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ContinuousWave: Post-Classic Whalers
Virgin Voyage and first Scratch
|Author||Topic: Virgin Voyage and first Scratch|
posted 04-22-2005 06:28 PM ET (US)
While I got my 160 Dauntles more than a month ago, I have not found the time to take her out. Today, after dealing with the Delaware DMV (apparently you need two forms of residence if your licsence is out of state), registering my boat at a designated dealership, and carefully placing my registration numbers on my boat, I was ready to float. Incidently, on a prior boat, I actually recieved a ticket in PA because my numbers were not the proper distance apart from one another. Dillweeds.
Launching was a snap. The boat skid right off the trailer into the water. I screwed up my start as I forgot to choke the engine by depressing the key. I thought the neutral button was the choke (lesson 1). I turned on my GPS and was surprised because my Garmin 178C plotter had me still on land. Actually, it kept me on land through most the voyage even though the GPS said I had only an 8 ft error. I'm hoping when I put out the $160 for the detail map, it will get it right.
I should also mention that I loaded up the wife and 4 year old to take a spin with me. We ventured through some back bays and hit some shallow water as I went out during low tide. I simply raised the trim and everything worked fine. Basically the running of the boat was non-eventful as everything worked nicely.
I took the boat back to the dock, put the trailer in for my drive on, drove the boat on perfectly first try, shut the motor off, raised it up the trim, climbed over the bow to finish her of and the boat slid right back into the water. The current then proceeded to pull her down river.
I then got back into the boat started all over, only this time it must have taken me 5 times befor I found the trailer. Once on, I decided to leave the motor running in forward until I hooked the boat. Once hooked I shut her down and pulled her up.
Once up, I noticed the boat was not quite centered on the trailer and while one bunk was flat the other was not. Thinking I'm close enough I left well enough alone. Hope that was smart.I pulled her out of the water and took her home.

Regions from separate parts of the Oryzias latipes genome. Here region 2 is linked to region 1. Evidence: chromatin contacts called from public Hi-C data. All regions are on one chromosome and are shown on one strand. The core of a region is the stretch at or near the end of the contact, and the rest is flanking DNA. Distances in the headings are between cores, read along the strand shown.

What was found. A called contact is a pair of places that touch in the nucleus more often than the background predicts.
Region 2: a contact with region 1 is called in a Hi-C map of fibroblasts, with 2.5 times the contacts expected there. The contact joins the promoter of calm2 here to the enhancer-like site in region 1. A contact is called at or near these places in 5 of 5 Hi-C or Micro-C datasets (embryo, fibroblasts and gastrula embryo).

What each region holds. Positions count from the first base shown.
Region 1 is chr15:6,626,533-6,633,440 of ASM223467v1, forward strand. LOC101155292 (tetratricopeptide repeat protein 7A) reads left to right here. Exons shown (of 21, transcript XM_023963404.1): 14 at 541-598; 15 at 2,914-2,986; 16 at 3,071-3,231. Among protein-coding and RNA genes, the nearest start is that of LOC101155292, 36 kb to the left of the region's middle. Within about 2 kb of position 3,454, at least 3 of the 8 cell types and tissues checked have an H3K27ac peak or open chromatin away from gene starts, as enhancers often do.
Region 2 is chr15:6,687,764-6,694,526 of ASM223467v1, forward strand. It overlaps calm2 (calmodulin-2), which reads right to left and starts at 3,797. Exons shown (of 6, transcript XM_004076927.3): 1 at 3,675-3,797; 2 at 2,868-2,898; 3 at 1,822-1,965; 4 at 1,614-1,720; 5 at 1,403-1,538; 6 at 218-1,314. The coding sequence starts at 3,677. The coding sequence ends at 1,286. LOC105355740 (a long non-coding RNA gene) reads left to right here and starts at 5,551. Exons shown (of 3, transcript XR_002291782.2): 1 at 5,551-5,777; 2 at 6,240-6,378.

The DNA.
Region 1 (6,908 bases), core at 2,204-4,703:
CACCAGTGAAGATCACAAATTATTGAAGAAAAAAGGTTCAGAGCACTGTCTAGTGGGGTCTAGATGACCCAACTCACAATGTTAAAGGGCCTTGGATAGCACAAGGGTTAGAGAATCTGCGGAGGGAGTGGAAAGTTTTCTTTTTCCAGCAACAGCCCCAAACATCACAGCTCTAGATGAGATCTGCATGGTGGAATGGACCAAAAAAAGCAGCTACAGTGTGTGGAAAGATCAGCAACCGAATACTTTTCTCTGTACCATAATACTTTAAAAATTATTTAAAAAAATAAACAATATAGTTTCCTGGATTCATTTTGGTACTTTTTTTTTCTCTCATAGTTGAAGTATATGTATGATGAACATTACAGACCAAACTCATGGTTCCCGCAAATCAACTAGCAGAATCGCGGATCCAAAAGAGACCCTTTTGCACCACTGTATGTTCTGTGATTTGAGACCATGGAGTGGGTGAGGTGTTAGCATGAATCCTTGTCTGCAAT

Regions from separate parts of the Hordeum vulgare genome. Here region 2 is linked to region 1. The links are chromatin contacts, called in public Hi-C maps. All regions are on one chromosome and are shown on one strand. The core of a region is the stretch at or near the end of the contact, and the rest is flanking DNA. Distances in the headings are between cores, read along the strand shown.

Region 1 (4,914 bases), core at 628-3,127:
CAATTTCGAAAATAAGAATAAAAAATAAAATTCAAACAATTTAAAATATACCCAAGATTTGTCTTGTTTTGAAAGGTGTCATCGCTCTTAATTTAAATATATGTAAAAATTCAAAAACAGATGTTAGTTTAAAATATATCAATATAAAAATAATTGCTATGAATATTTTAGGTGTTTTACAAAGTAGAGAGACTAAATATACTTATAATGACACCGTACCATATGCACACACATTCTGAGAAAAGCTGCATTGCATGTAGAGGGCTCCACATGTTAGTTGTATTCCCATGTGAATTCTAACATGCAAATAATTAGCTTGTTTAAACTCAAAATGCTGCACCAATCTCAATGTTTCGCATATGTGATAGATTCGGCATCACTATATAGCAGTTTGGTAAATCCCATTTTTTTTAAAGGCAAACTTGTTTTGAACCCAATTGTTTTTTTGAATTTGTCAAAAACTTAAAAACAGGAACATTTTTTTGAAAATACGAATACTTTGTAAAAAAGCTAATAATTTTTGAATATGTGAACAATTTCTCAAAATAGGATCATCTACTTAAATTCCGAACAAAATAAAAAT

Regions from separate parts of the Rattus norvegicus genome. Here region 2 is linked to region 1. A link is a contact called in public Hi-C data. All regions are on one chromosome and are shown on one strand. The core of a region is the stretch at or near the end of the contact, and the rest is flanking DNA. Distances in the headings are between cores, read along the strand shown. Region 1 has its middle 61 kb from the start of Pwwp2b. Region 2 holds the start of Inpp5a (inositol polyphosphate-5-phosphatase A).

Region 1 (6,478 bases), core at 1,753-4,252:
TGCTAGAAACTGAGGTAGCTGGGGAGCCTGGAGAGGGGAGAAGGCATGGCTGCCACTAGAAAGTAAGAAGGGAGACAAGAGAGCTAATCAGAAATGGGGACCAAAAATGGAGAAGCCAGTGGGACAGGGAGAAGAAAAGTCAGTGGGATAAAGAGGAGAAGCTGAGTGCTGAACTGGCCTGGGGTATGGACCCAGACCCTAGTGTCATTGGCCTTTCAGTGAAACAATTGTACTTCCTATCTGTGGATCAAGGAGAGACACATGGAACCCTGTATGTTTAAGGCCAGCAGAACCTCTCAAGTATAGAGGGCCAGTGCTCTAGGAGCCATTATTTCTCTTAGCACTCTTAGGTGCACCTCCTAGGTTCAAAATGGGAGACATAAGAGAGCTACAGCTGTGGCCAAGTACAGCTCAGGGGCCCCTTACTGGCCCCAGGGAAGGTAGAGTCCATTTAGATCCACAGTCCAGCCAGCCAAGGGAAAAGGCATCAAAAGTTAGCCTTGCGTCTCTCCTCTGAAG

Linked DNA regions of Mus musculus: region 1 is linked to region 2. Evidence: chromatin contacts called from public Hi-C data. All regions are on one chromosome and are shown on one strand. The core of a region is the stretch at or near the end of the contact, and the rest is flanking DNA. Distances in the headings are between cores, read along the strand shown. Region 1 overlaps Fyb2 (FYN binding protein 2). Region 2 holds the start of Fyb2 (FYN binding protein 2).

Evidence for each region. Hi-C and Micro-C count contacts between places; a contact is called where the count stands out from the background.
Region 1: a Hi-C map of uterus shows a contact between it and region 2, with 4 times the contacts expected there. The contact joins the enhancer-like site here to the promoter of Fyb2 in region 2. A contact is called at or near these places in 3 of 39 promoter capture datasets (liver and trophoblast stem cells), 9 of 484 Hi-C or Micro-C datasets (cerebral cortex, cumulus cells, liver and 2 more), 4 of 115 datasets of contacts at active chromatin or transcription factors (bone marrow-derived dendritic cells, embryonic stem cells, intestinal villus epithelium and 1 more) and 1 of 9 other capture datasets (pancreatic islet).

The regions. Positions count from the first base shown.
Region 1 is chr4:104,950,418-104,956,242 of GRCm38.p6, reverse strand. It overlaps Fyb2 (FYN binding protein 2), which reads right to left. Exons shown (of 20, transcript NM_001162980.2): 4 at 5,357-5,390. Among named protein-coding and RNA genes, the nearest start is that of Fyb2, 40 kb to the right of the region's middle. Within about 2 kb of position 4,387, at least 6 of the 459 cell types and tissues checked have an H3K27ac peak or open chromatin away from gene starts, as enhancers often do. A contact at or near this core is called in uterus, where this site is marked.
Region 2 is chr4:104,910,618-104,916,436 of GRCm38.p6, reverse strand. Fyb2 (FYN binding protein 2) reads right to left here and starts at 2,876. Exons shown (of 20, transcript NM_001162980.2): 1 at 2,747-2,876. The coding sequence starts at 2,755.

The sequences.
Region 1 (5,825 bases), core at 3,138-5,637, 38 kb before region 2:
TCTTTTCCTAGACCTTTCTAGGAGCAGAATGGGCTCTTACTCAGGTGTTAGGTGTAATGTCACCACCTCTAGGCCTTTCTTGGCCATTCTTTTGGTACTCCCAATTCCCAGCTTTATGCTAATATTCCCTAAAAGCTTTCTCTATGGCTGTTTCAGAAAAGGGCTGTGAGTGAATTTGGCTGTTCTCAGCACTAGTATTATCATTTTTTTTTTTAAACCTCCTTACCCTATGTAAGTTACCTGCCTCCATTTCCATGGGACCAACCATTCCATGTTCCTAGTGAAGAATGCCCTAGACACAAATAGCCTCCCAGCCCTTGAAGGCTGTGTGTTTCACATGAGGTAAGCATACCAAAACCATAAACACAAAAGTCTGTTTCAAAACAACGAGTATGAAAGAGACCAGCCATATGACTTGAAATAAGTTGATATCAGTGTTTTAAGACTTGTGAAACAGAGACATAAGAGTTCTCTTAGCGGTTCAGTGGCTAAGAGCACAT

I keep her in a garage so after a good flushing, I lowered the VHF antenna and backed her in. BANG!!! I left a net in one of the vertical rod holders and amazingly it did not fit through the garage. The net did not break, however, left a nice scratch on the gel coat. I always said you need to get that first scratch before you can really treat the boat properly, but did not expect it so soon.
All in all not too bad, I'm just pleased nobody was there to watch me at the ramp.
|Knot at Work||
posted 04-23-2005 07:22 AM ET (US)
Every paycheck a fortune, Every meal a feast, evry time you take your Whaler out is experience.
Enjoy your boat. My 4 year old thinks it is the Titanic. Building memories to last 2 lifetimes.
posted 04-23-2005 08:29 AM ET (US)
Boboe, easy fix for that scenerio where your plotter shows you still on land - apply a "map shift" and manually move your boat on the chart where it actually is relative to land. Read your manual as it should tell you all about it.
I am still running without an electronic plug-in chart and that worked for me.
On your trailer loading scenerio...I am not a fan of what some here call power loading with a small "relatively" light boat like yours. Many swear by it and have it down to a science but if you are launching and retrieving solo (or with people who can't help) why not scratch the power loading gig and simply do it by hand? If you don't have a courtesy dock, I can see where you have no choice but if you do, simply tie the boat up, dunk your trailer, and then manually "pull" the boat via the bow line over to the trailer and winch her up. Yes, you do have to get your feet wet and stand in water up to about 1-2ft but its not that hard. If you have slime on your ramp though, here is where manual laoding can get tough. Still, in those situations, I keep a tight hold on the trailer and, knock on wood, have not "busted my tail" in quite a long time. It only took one slip/fall on the ramp to teach me that. Just a couple of ideas to float your way.
posted 04-23-2005 09:47 AM ET (US)
Boboe, I had the same boat until a year ago. Two things about loading. Only pu the trailer in the water until the front of the bunks are barely sticking out of the water. The other is that if you do load off center (1"-2" max) it will drop in place after the first pothole. I worried over mine a few times until I found that it was sitting pretty after a 15-20 min drive. Enjoy the new toy.
posted 04-23-2005 07:30 PM ET (US)
Thanks for the thoughts….
I sat down with my GPS book for about an hour but failed to fine the Map Shift option. I'll keep reading. I took a 6 hour course on GPS, but no one mentioned it there either. I will buy the data card only because I would really like to see the detail, buoys and depths that the basic maps do not provide. Very cool technology for sure and well worth figuring out.
I also turned on my VHF radio for the first time and scanned the manual a bit. I have no idea what to do with this devise as it seems the options are endless. I guess I'll need a class in this as well. All I want to know is once I turn it on, what should I do next. I only want to eavesdrop on others.
I hear everyone telling me my boat is small and I should have no problem manually loading it, however, I’m hell bound on mastering this technique as it demonstrates an ability to maneuver the boat in a multitude of situations. I just don’t want to destroy the hull or the trailer in the process.